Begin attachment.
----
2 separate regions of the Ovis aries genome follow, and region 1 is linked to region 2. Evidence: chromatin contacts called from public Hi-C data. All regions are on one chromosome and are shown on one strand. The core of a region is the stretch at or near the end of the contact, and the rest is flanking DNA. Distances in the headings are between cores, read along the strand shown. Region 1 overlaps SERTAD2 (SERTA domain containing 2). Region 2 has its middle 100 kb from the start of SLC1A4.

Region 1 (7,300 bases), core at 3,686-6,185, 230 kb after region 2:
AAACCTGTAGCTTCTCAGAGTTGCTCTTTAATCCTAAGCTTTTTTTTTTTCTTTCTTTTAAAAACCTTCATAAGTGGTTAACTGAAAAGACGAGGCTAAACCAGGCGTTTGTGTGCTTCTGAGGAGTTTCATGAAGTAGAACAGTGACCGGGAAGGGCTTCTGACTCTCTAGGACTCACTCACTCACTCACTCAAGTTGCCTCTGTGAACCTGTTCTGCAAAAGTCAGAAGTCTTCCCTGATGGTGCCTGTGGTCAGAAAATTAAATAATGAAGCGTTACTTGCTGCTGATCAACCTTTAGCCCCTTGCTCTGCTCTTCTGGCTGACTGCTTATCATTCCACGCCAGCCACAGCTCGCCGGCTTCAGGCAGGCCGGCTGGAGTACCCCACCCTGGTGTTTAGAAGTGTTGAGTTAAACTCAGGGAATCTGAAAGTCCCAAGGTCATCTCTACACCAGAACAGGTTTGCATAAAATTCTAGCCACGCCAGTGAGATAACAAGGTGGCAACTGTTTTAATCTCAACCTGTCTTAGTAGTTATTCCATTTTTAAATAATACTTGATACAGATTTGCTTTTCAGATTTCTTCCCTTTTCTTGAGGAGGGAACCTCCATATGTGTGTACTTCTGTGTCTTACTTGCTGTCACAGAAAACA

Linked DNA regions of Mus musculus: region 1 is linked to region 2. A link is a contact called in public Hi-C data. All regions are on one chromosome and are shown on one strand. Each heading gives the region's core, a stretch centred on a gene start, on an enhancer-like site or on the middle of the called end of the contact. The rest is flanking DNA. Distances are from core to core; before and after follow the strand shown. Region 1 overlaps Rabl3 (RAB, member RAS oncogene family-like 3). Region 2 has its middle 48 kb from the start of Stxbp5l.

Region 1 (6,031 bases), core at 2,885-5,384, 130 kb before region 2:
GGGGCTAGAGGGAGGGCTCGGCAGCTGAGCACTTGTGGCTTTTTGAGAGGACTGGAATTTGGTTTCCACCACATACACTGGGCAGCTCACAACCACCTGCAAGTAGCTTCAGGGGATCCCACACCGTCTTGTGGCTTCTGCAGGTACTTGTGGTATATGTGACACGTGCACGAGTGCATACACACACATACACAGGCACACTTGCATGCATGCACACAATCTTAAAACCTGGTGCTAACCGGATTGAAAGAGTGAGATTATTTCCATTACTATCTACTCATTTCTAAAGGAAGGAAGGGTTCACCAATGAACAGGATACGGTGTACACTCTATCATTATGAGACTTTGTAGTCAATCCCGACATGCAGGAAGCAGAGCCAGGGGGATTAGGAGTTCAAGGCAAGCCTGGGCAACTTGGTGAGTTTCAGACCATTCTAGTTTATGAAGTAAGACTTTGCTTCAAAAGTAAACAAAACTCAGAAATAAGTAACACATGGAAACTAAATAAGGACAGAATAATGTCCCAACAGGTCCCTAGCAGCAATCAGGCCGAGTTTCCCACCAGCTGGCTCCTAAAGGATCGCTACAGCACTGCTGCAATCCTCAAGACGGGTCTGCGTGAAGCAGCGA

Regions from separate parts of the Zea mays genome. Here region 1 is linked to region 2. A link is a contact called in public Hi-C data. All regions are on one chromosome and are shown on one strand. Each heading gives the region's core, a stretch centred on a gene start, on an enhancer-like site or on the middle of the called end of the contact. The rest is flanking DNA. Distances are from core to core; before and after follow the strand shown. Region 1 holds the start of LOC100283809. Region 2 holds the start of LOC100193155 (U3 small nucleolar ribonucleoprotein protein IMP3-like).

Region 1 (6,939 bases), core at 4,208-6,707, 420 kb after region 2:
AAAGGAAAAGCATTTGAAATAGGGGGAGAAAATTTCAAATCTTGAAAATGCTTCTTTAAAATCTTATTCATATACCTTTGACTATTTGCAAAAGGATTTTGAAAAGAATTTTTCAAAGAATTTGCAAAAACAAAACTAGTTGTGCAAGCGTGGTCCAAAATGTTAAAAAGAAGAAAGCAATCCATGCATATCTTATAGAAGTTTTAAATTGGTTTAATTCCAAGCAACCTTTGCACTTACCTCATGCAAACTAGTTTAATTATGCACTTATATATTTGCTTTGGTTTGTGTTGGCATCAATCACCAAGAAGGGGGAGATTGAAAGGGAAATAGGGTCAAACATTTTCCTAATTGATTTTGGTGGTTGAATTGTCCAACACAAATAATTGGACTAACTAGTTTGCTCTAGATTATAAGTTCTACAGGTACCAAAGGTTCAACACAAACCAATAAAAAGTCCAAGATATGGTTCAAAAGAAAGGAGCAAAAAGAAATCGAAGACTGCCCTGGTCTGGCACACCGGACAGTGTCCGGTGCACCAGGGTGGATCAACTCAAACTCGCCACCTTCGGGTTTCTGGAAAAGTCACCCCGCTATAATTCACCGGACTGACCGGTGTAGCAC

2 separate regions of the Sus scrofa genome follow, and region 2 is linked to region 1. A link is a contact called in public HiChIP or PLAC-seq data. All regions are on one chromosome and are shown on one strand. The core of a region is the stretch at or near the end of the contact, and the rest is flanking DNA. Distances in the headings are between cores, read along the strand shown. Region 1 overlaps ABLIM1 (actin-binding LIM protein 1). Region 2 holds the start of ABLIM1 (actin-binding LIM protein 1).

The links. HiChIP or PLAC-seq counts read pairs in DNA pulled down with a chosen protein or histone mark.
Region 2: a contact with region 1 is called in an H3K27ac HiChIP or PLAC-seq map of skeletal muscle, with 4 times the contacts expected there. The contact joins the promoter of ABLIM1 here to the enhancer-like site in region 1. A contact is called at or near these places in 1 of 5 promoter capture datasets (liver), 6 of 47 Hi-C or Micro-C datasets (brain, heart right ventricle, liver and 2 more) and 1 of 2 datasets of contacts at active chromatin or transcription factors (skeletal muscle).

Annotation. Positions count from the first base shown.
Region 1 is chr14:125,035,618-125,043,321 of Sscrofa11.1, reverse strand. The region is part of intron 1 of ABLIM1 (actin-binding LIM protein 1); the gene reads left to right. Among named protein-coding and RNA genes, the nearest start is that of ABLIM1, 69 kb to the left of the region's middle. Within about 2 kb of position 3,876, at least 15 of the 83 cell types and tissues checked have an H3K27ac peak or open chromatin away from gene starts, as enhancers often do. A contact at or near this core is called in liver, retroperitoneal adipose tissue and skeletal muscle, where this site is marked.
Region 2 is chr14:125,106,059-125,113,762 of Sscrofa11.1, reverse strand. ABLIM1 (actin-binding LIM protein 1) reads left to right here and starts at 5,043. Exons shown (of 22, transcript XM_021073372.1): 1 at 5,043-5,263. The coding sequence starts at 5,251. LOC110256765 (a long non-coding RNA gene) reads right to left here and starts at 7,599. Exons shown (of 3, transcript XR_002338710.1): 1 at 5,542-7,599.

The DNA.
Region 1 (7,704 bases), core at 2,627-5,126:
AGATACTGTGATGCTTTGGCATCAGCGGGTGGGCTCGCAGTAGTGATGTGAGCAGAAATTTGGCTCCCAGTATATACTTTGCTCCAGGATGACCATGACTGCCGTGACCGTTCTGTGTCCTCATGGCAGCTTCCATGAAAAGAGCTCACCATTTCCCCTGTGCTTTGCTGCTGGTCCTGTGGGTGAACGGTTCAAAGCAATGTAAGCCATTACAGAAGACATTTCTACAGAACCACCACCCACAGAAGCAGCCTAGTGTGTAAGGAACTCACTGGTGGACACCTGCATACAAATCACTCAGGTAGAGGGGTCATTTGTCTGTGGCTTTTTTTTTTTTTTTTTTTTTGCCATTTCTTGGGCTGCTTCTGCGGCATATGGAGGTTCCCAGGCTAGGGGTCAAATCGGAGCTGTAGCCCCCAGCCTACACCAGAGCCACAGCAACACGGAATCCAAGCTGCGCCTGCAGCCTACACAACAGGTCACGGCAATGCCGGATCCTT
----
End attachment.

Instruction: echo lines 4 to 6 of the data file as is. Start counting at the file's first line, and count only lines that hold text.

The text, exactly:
Linked DNA regions of Mus musculus: region 1 is linked to region 2. A link is a contact called in public Hi-C data. All regions are on one chromosome and are shown on one strand. Each heading gives the region's core, a stretch centred on a gene start, on an enhancer-like site or on the middle of the called end of the contact. The rest is flanking DNA. Distances are from core to core; before and after follow the strand shown. Region 1 overlaps Rabl3 (RAB, member RAS oncogene family-like 3). Region 2 has its middle 48 kb from the start of Stxbp5l.

Region 1 (6,031 bases), core at 2,885-5,384, 130 kb before region 2:
GGGGCTAGAGGGAGGGCTCGGCAGCTGAGCACTTGTGGCTTTTTGAGAGGACTGGAATTTGGTTTCCACCACATACACTGGGCAGCTCACAACCACCTGCAAGTAGCTTCAGGGGATCCCACACCGTCTTGTGGCTTCTGCAGGTACTTGTGGTATATGTGACACGTGCACGAGTGCATACACACACATACACAGGCACACTTGCATGCATGCACACAATCTTAAAACCTGGTGCTAACCGGATTGAAAGAGTGAGATTATTTCCATTACTATCTACTCATTTCTAAAGGAAGGAAGGGTTCACCAATGAACAGGATACGGTGTACACTCTATCATTATGAGACTTTGTAGTCAATCCCGACATGCAGGAAGCAGAGCCAGGGGGATTAGGAGTTCAAGGCAAGCCTGGGCAACTTGGTGAGTTTCAGACCATTCTAGTTTATGAAGTAAGACTTTGCTTCAAAAGTAAACAAAACTCAGAAATAAGTAACACATGGAAACTAAATAAGGACAGAATAATGTCCCAACAGGTCCCTAGCAGCAATCAGGCCGAGTTTCCCACCAGCTGGCTCCTAAAGGATCGCTACAGCACTGCTGCAATCCTCAAGACGGGTCTGCGTGAAGCAGCGA